Church Energy Efficiency Conference

The Trust For Oxfordshires Environment (TOE2) and the Dicoese of Oxford invite you to a day conference exploring how we can make our churches warmer, more welcoming and cost less to run.

Building on the Church Energy Audits Project with TOE2 and Sustain, the day will look at how churches can do their own energy audits and make their own action plans, as well as expert content on:

  • electricity use – covering billing, procurement, efficient lighting.
  • heating systems – how to make your system more efficient, and how to answer the ‘heating on all the time, or only when occupied’ dilemma?
  • renewable technologies for churches – what renewable technologies are suitable for churches?
  • what will the DAC allow?
  • funding – how can you raise the money for your project?

There will be specific issue clinics over lunch so that you can get answers to your particular questions.

We will be joined by staff from Sustain, the DAC Secretary and other experts.

The venue will be St Thomas of Canterbury Church in Goring, which was lovingly repaired, extended and refurbished in 2009. It is light and airy, with a breathable limestone floor with underfloor central heating – and given the use of sustainable materials, such as, blown recycled glass, sheep’s wool insulation, PEFC sourced European Oak and lime render for the facade, it will make an ideal venue for our gathering.

Date: Saturday 4th October 2014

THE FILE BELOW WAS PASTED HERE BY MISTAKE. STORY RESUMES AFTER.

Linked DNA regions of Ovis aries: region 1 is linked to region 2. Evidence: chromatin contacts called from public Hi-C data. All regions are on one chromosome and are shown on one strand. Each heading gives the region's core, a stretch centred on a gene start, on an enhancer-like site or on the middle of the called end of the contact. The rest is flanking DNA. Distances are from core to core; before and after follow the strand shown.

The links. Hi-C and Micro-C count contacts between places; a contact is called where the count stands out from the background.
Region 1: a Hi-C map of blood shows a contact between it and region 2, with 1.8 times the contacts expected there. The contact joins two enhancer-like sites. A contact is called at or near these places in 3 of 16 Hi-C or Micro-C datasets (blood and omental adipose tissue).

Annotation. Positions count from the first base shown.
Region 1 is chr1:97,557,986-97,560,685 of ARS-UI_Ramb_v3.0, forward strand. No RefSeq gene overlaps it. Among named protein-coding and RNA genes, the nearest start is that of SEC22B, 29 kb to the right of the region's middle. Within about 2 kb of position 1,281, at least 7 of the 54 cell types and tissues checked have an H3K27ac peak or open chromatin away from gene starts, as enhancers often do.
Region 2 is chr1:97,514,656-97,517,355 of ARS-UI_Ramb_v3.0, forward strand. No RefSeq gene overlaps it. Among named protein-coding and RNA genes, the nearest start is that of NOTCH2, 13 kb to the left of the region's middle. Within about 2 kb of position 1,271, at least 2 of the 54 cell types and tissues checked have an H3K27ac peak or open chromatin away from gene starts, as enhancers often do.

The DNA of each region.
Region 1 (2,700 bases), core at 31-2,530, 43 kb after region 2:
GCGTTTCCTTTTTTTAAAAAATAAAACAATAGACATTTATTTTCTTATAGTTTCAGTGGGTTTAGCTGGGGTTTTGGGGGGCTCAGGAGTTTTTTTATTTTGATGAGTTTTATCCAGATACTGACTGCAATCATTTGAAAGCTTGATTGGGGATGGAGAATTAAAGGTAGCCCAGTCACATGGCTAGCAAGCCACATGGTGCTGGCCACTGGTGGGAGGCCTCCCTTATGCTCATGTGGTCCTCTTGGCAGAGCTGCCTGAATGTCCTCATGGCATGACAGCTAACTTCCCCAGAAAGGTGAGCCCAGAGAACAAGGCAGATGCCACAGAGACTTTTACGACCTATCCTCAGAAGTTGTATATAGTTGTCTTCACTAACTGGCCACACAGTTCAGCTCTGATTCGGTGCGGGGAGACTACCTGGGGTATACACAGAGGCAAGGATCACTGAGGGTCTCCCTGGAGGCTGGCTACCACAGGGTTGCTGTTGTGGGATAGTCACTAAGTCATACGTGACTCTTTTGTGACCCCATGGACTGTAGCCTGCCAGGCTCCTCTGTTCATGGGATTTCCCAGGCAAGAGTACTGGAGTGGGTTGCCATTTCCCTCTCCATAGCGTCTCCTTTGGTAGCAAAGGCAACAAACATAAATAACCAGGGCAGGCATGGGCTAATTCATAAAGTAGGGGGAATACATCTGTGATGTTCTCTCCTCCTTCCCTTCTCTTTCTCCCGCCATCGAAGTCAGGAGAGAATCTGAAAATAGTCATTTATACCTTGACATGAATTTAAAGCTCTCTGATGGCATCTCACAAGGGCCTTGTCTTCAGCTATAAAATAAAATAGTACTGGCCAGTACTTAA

Time: 10.15am – 4pm
Location: St Thomas of Canterbury Church, Goring

– Tickets are free but spaces are limited and registration is essential –

Full details at: www.energy-efficient-church.eventbrite.co.uk

 

Swifts and churches

Swifts nest under the eaves of St Etheldreda’s Church Horley.

Swifts nest under the eaves of St Etheldreda’s Church Horley.

Swift numbers in Britain have decreased by up to 40% in the last 20 years. There are several likely reasons for this, but one is the loss of nest sites. Swifts return to the same nest hole every year, and so when buildings need repair or are demolished, nest sites can be lost. Also, almost without exception modern buildings do not have the gaps and crevices which are essential for Swifts to nest. So largely it is older, less well-sealed buildings with a few gaps under the eaves or tiles or in the pointing, which are favoured by Swifts – like some of our churches.

We are trying to encourage people to notice Swifts and where they are nesting. If local people know where the nest sites are, it’s easier to look after them, and to encourage Swift-friendly building work.

This is as relevant to churches as to other buildings, because churches are still important nesting places for Swifts. There are at least 10 churches in the Cherwell District which have nesting Swifts.

Swifts nesting in a church can easily go unnoticed. Parties of screaming Swifts may be obvious, but they are extremely adept at entering their nest holes; add the facts that nests are not visible from the outside and that Swifts leave no mess, and it’s not surprising that the nests are often overlooked.